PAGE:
There was little doubt when all was done.
“It made my skin crawl,” University of Akron student Lauren James told Kathleen Kennedy, a researcher who showed the student a series of political advertisements, including a photo of a half-naked Melania Trump tweeted by Ted Cruz supporters.
Another person was struck by a video sponsored by the National Rifle Association depicting an unarmed woman with a burglar lurking outside her window. Many others remembered that one, too. As the ad began, they leaned forward in frightful suspense, then when it was clearly a political ad, they leaned back.
Another ad, underwritten by the Stop Hillary PAC, showed faces of Americans killed in Benghazi with a paid narrator taking the liberty of speaking for them.
“They all seem pretty negative,” said Pauline Gaynesbloom, another student, who struggled to remember the upbeat ads.
“I feel that if, as a country, we’re always attacking each other, nothing is ever going to get done.”
‘I hate them’
The experiment, launched in April, signaled the start of an eight-month reporting and research collaborative involving the Dayton Daily News and several other Ohio news organizations, the Ray C. Bliss Institute of Applied Politics at UA and the non-partisan Jefferson Center, a civic engagement non-profit from St. Paul, Minn.
Most Americans escape the onslaught of political attack advertisements that are inescapable in Ohio. The state generally ranks in the top three for money spent on advertising, and this year it may lead the country.
“It’s going to be a long presidential election,” said Rod Hower, 50, a Green resident and first-round participant in Kennedy’s ad experiment, which is helping to shape subsequent testing.
Hower has created an intuitive test of his own, one that accurately predicts who’s behind the ad.
“Well,” he said, “if it’s a negative ad, it’s some kind of super PAC.”
A story in this newspaper Sunday showed how outside groups, unleashed by the 2010 Citizens United Supreme Court decision that lifted the cap on outside spending, have changed the tone of political campaigning. Since the ruling, those groups have spent about $1.2 billion on state and national races, and more than 70 percent of that advertising has been negative.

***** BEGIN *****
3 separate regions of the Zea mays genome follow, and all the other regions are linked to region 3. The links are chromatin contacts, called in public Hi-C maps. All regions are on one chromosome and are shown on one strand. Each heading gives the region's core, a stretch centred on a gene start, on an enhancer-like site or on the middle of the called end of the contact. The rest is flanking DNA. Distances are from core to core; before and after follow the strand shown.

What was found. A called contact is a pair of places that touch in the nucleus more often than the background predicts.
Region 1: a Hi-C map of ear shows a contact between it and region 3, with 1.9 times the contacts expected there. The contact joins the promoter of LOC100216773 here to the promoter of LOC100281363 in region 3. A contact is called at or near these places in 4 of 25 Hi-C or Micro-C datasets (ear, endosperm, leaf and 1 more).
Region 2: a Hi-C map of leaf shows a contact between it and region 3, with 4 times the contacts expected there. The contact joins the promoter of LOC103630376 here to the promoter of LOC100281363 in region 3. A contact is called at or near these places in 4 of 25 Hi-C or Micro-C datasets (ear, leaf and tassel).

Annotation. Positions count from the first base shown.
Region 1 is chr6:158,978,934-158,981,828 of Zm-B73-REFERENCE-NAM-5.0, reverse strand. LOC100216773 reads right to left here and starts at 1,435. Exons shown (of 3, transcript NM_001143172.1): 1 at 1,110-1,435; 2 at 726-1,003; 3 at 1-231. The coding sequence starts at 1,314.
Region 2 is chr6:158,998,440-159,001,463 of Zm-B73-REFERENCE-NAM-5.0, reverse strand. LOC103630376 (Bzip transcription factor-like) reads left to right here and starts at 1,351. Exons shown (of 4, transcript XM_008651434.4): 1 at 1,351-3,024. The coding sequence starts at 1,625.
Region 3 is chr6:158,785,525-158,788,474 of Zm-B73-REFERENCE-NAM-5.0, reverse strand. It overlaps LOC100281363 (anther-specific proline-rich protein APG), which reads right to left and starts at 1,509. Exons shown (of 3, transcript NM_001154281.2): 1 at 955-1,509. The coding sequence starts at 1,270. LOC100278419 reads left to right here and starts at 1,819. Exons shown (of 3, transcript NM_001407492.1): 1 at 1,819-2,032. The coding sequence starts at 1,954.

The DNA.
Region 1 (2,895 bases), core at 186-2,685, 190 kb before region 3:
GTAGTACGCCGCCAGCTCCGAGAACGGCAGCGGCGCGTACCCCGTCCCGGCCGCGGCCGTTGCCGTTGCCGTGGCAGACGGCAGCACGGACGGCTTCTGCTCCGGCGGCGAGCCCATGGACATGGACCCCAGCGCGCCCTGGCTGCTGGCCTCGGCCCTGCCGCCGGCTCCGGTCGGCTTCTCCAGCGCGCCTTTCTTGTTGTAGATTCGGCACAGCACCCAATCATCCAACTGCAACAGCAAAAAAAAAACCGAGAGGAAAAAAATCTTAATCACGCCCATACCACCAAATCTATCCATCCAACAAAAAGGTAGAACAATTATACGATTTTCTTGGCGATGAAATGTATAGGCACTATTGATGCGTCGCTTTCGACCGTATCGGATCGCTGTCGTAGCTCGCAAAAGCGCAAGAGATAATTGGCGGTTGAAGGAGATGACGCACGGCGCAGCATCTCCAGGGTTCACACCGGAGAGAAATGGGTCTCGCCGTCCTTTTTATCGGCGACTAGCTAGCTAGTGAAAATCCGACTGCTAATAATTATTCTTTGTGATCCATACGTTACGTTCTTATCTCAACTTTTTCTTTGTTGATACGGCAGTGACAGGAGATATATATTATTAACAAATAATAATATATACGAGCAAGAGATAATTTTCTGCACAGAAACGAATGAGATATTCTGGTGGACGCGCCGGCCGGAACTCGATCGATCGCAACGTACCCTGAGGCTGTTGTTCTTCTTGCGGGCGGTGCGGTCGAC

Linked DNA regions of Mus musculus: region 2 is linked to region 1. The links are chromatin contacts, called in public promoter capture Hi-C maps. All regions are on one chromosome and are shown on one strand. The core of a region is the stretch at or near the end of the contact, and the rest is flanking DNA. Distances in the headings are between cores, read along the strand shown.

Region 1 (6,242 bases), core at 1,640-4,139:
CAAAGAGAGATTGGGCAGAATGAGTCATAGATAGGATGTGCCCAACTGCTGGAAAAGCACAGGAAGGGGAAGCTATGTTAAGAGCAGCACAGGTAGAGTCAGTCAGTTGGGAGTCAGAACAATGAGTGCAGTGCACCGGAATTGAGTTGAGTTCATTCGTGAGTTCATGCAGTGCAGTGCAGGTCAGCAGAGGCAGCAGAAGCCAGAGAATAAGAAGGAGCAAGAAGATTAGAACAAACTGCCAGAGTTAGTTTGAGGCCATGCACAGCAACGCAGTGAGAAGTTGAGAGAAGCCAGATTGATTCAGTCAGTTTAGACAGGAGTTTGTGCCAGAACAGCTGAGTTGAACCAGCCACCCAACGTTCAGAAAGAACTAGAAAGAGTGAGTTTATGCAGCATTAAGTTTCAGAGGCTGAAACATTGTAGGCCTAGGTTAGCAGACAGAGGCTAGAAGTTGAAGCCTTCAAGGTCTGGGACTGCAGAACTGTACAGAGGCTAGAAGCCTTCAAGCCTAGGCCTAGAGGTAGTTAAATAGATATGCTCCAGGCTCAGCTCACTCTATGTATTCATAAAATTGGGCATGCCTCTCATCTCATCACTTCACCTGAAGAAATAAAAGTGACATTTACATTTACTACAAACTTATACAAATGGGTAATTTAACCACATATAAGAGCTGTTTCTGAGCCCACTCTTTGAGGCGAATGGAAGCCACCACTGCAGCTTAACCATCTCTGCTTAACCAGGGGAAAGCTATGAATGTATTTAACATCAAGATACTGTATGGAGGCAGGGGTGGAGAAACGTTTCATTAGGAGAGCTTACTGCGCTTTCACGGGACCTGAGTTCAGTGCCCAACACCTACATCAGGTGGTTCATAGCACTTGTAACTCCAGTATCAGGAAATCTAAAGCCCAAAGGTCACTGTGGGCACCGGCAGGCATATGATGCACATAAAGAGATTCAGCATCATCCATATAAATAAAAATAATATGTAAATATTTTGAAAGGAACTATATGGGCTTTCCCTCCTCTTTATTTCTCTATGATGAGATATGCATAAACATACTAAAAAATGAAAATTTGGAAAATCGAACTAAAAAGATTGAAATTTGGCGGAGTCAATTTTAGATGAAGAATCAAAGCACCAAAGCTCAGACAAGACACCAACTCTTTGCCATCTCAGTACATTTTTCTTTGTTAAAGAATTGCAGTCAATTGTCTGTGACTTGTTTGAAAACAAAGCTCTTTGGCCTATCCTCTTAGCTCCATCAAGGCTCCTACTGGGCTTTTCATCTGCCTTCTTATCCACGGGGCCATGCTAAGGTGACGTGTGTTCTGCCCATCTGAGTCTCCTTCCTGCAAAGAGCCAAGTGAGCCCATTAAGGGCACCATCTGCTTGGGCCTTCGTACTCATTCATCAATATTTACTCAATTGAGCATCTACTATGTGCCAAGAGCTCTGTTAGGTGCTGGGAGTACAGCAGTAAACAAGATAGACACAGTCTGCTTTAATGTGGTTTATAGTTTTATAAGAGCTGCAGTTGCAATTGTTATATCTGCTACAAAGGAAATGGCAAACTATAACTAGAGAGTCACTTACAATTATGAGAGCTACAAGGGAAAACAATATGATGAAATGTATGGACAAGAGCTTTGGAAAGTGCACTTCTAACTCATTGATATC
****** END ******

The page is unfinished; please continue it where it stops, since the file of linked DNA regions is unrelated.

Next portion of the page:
Through the collaborative, the news organizations are hoping to put the concerns of voters squarely in front of the campaigns and identify what changes need to be made.
Attack ads for the 2016 election began in Ohio in the summer of 2015, leaving little doubt that mega-donors, political operatives and campaigns are planning again to spend record money trying to unnerve Ohioans.
Sally Taylor, one of the test subjects in the Akron study, says she assumes negative ads work, “but I hate them.”
“I think it puts [voters] off,” said Hower. “And more than likely it makes them not want to vote. I think that’s the intent in some cases.”
‘There was a heightened response’
Pondering the early results of her experiment, Kennedy drew some preliminary conclusions.
“There was a heightened response,” the researcher and lecturer said, noting that pupil dilation and brain activity suggested much higher emotional responses to political ads, rather than the typical product ad.
And the 16 participants in the first round reached a consensus on which ads had gone too far: a half-naked Melania Trump, a digitally rendered Pinocchio nose coiling around Sen. Ted Cruz’s neck — an ad produced by the pro-John Kasich super PAC, New Day for America — or the Benghazi dead speaking from the grave.
“They take a single nugget of truth and stretch it and distort it,” one of the participants, Kathy Harris, said about the ads. “I think it’s disturbing how easily people are influenced.”